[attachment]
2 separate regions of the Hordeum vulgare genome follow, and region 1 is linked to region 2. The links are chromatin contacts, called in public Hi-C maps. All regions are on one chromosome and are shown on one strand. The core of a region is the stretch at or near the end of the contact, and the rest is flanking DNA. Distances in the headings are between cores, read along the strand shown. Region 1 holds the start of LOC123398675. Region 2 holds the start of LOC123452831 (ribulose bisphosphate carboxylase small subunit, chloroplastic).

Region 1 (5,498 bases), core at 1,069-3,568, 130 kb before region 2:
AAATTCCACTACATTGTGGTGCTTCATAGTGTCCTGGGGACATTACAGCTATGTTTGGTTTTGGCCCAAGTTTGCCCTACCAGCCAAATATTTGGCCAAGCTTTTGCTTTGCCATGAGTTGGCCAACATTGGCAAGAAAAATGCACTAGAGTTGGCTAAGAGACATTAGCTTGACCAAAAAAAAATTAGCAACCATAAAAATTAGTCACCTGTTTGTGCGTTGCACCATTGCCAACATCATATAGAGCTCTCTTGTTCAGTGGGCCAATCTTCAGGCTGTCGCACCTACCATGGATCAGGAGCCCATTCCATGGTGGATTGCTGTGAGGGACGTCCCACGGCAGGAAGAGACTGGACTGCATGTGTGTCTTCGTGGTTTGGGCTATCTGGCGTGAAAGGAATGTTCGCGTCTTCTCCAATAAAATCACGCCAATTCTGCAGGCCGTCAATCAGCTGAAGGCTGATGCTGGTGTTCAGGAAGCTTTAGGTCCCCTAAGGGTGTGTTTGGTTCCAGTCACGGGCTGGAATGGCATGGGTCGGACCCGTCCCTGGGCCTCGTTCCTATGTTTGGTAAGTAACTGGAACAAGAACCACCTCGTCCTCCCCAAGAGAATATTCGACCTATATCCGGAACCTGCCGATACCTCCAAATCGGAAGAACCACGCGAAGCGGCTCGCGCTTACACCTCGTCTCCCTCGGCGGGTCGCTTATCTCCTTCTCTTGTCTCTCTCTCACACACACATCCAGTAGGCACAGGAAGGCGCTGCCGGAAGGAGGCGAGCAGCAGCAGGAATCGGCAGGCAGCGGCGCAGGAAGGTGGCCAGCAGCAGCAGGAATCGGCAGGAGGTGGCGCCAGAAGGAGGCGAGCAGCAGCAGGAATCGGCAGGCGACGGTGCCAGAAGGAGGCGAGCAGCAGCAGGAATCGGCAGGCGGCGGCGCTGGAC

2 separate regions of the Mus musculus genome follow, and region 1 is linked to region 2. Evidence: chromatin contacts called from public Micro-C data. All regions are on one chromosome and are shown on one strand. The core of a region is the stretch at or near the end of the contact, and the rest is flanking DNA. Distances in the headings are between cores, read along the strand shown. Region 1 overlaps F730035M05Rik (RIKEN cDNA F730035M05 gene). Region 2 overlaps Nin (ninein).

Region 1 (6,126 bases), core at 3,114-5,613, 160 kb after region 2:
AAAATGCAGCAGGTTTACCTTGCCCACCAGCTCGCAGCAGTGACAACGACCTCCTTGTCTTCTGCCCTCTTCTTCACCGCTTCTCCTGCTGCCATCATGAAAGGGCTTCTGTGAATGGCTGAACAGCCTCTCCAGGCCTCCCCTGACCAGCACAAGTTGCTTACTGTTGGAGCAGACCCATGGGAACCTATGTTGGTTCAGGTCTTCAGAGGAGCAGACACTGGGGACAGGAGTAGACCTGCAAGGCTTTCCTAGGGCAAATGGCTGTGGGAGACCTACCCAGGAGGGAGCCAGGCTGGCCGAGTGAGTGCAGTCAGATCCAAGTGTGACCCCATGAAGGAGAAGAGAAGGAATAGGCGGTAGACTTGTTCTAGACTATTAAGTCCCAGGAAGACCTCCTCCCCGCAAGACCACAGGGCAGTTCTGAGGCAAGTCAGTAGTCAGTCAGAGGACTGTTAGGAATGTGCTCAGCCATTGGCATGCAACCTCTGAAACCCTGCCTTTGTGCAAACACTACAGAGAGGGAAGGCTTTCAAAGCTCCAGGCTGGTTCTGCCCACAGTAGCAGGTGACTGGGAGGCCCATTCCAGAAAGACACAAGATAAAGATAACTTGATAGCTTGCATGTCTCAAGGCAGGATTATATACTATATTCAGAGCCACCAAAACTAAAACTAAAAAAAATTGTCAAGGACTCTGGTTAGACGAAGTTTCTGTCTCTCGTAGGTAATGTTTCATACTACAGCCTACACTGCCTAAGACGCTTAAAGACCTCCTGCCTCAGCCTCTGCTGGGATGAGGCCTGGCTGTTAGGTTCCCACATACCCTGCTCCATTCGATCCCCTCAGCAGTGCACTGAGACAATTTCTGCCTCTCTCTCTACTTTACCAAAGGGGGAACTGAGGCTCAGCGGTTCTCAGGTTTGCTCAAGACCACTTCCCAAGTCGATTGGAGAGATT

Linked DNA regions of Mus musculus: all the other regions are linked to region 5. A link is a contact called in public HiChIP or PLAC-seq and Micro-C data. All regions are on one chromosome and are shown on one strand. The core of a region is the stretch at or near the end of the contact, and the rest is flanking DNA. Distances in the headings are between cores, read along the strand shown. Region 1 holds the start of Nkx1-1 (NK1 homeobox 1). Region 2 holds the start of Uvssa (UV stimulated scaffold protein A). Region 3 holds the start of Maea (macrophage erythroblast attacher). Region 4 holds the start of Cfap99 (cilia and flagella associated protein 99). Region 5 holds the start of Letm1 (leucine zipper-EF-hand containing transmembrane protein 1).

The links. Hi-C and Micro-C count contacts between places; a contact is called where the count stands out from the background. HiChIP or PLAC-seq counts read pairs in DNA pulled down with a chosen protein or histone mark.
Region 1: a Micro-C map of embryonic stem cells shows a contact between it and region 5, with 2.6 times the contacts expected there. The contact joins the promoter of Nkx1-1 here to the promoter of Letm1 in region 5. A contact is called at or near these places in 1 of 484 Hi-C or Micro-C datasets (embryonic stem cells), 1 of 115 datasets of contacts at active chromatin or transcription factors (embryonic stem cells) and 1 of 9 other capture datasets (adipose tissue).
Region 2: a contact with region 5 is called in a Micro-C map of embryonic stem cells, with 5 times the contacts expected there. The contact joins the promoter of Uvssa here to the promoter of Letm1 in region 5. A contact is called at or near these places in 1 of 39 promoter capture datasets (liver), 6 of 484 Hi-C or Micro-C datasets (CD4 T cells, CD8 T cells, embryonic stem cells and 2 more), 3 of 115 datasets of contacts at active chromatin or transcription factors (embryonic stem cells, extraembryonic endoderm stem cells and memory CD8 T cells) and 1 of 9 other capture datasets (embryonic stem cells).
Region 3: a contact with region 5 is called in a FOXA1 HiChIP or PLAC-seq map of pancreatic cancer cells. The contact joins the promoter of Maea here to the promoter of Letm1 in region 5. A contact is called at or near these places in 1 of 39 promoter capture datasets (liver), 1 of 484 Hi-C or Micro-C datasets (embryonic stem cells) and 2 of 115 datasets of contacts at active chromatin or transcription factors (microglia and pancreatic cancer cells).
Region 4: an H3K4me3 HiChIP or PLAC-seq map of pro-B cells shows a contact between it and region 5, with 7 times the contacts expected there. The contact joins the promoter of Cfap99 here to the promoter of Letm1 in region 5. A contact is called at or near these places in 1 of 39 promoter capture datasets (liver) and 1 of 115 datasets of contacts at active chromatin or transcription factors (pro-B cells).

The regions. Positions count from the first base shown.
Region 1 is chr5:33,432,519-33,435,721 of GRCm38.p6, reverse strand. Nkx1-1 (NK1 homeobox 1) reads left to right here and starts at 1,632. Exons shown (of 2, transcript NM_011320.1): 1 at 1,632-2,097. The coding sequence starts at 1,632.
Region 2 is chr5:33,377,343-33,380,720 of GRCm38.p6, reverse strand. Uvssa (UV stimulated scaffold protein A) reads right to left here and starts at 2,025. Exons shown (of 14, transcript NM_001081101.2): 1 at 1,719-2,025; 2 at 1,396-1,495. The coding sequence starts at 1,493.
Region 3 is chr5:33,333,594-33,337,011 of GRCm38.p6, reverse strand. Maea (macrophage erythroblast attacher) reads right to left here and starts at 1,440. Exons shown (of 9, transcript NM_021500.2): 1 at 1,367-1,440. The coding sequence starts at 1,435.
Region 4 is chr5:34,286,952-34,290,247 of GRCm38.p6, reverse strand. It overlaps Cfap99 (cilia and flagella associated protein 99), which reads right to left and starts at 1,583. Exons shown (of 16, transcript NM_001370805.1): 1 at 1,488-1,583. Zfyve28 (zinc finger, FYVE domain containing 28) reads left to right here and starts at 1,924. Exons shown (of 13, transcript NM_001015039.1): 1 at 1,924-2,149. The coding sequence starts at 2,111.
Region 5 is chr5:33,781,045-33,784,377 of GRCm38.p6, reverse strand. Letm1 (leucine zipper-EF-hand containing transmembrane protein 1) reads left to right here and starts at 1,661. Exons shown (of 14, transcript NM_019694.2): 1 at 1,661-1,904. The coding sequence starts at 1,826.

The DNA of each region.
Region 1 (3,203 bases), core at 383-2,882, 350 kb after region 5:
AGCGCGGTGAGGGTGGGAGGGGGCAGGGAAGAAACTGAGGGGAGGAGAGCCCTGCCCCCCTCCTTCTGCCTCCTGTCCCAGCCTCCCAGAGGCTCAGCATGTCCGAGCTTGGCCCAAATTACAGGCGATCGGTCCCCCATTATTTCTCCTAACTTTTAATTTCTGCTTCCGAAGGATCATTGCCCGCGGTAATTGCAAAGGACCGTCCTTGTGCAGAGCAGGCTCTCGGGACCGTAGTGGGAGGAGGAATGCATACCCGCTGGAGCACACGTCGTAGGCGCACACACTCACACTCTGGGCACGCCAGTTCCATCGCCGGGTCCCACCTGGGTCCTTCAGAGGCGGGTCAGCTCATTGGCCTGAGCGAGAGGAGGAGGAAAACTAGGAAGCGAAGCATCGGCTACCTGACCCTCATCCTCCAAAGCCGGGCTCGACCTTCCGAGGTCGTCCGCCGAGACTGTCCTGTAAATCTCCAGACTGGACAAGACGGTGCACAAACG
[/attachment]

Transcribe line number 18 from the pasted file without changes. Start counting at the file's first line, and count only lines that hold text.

Region 5 is chr5:33,781,045-33,784,377 of GRCm38.p6, reverse strand. Letm1 (leucine zipper-EF-hand containing transmembrane protein 1) reads left to right here and starts at 1,661. Exons shown (of 14, transcript NM_019694.2): 1 at 1,661-1,904. The coding sequence starts at 1,826.